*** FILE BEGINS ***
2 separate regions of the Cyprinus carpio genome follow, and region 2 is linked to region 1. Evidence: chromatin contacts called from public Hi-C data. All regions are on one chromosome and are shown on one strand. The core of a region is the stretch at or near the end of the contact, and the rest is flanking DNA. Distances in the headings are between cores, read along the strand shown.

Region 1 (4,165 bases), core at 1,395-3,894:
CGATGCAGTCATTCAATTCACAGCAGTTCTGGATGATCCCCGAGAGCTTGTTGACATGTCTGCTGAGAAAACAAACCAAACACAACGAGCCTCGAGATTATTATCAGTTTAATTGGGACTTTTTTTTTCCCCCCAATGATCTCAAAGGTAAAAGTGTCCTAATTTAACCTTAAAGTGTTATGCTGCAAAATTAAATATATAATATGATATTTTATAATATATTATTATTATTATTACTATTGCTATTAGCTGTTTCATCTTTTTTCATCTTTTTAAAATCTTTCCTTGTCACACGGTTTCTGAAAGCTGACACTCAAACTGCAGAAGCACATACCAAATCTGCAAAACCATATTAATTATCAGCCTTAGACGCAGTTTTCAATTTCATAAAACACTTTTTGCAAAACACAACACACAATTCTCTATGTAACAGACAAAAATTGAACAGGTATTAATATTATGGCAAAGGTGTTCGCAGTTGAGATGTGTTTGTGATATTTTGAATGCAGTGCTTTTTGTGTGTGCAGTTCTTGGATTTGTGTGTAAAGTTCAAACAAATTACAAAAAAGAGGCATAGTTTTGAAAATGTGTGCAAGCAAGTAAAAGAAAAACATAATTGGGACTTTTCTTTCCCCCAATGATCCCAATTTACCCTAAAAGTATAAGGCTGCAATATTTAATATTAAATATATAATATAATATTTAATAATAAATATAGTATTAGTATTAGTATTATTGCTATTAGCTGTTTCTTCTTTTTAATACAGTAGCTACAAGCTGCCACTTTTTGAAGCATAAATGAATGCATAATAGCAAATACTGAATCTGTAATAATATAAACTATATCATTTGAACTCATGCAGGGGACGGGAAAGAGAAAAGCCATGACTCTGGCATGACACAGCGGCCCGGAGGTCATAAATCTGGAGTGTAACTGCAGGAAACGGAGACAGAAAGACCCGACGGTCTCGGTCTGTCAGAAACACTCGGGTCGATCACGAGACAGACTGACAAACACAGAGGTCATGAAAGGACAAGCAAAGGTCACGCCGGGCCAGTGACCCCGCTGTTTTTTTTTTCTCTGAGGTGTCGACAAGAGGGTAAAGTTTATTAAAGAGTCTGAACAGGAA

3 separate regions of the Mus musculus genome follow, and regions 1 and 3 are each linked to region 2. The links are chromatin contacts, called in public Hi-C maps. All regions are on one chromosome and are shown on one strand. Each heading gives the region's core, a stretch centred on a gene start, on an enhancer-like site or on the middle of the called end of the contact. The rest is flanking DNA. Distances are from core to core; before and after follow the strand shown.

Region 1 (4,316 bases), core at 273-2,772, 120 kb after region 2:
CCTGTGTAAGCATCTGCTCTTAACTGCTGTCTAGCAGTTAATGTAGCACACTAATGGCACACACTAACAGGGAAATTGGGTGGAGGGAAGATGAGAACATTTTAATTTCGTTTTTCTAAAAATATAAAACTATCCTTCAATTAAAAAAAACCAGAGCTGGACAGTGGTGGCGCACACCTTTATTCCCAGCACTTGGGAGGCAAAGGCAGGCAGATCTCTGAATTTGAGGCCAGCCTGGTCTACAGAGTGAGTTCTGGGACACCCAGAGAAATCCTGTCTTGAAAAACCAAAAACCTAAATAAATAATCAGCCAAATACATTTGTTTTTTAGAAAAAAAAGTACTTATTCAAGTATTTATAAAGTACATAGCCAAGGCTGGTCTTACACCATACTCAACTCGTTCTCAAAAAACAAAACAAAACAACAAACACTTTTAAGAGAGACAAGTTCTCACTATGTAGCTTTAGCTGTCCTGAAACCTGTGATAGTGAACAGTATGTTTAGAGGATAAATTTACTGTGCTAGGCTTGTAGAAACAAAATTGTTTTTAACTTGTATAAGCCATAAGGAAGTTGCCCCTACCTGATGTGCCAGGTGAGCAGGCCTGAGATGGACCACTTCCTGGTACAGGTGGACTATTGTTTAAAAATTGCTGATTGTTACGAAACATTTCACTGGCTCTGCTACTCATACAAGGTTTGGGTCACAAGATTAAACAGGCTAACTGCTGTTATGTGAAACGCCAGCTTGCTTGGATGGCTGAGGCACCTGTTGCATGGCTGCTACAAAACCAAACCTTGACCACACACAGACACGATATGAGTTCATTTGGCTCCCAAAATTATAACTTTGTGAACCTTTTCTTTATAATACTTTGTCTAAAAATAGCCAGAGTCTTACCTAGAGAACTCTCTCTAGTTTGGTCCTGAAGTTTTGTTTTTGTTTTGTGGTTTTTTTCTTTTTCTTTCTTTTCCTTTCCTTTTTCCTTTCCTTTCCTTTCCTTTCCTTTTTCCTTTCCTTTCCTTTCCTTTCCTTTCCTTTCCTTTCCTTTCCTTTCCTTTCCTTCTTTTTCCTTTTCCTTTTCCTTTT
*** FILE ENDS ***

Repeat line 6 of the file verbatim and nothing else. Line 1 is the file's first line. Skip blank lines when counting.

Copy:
CCTGTGTAAGCATCTGCTCTTAACTGCTGTCTAGCAGTTAATGTAGCACACTAATGGCACACACTAACAGGGAAATTGGGTGGAGGGAAGATGAGAACATTTTAATTTCGTTTTTCTAAAAATATAAAACTATCCTTCAATTAAAAAAAACCAGAGCTGGACAGTGGTGGCGCACACCTTTATTCCCAGCACTTGGGAGGCAAAGGCAGGCAGATCTCTGAATTTGAGGCCAGCCTGGTCTACAGAGTGAGTTCTGGGACACCCAGAGAAATCCTGTCTTGAAAAACCAAAAACCTAAATAAATAATCAGCCAAATACATTTGTTTTTTAGAAAAAAAAGTACTTATTCAAGTATTTATAAAGTACATAGCCAAGGCTGGTCTTACACCATACTCAACTCGTTCTCAAAAAACAAAACAAAACAACAAACACTTTTAAGAGAGACAAGTTCTCACTATGTAGCTTTAGCTGTCCTGAAACCTGTGATAGTGAACAGTATGTTTAGAGGATAAATTTACTGTGCTAGGCTTGTAGAAACAAAATTGTTTTTAACTTGTATAAGCCATAAGGAAGTTGCCCCTACCTGATGTGCCAGGTGAGCAGGCCTGAGATGGACCACTTCCTGGTACAGGTGGACTATTGTTTAAAAATTGCTGATTGTTACGAAACATTTCACTGGCTCTGCTACTCATACAAGGTTTGGGTCACAAGATTAAACAGGCTAACTGCTGTTATGTGAAACGCCAGCTTGCTTGGATGGCTGAGGCACCTGTTGCATGGCTGCTACAAAACCAAACCTTGACCACACACAGACACGATATGAGTTCATTTGGCTCCCAAAATTATAACTTTGTGAACCTTTTCTTTATAATACTTTGTCTAAAAATAGCCAGAGTCTTACCTAGAGAACTCTCTCTAGTTTGGTCCTGAAGTTTTGTTTTTGTTTTGTGGTTTTTTTCTTTTTCTTTCTTTTCCTTTCCTTTTTCCTTTCCTTTCCTTTCCTTTCCTTTTTCCTTTCCTTTCCTTTCCTTTCCTTTCCTTTCCTTTCCTTTCCTTTCCTTTCCTTCTTTTTCCTTTTCCTTTTCCTTTT